I have recently written about "lead vs. impact" in industry research, today I would like to continue these series of thoughts by observing that achieving a lead is often a result of multidisciplinary research. There are two ways to approach multidisciplinary research, one is: develop versatile, multidisciplinary researchers, and the other is tight collaboration of researches from multiple disciplines. The difference can be explained by examples from the animal world.
A duck is a multidisciplinary animal
It swims, it walks and it flies. It is not excellent in any of them, but he can do all.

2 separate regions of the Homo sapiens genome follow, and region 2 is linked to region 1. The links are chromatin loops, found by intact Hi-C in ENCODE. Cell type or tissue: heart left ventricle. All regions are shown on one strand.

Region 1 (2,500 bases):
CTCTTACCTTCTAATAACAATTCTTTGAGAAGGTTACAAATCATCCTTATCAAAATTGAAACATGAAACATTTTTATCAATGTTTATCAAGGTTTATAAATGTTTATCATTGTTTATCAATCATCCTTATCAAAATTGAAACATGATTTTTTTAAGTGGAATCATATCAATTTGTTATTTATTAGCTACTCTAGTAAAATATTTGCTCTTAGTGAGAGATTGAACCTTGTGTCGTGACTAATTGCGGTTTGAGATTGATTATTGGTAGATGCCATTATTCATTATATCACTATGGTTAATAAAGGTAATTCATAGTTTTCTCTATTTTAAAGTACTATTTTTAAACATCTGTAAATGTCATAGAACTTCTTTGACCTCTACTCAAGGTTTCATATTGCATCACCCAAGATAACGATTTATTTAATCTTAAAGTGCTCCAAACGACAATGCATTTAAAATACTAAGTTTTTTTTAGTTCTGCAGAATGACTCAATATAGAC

Looking at the question who is the fastest swimmer, flier and runner we come across the sailfish, spine-tailed-swift and cheetah
It is obviously cheaper to keep one duck than to keep these three animals, and in many cases the walking, swimming and flying abilities of the duck are "good enough". This is particularly true when the scale of ambition for the research is "impact". However, when the aim is "lead", it is often the combination of people who are excellent in their disciplines collaborating together which constitutes the lead. Versatility cannot replace excellence. More posts in these series - later.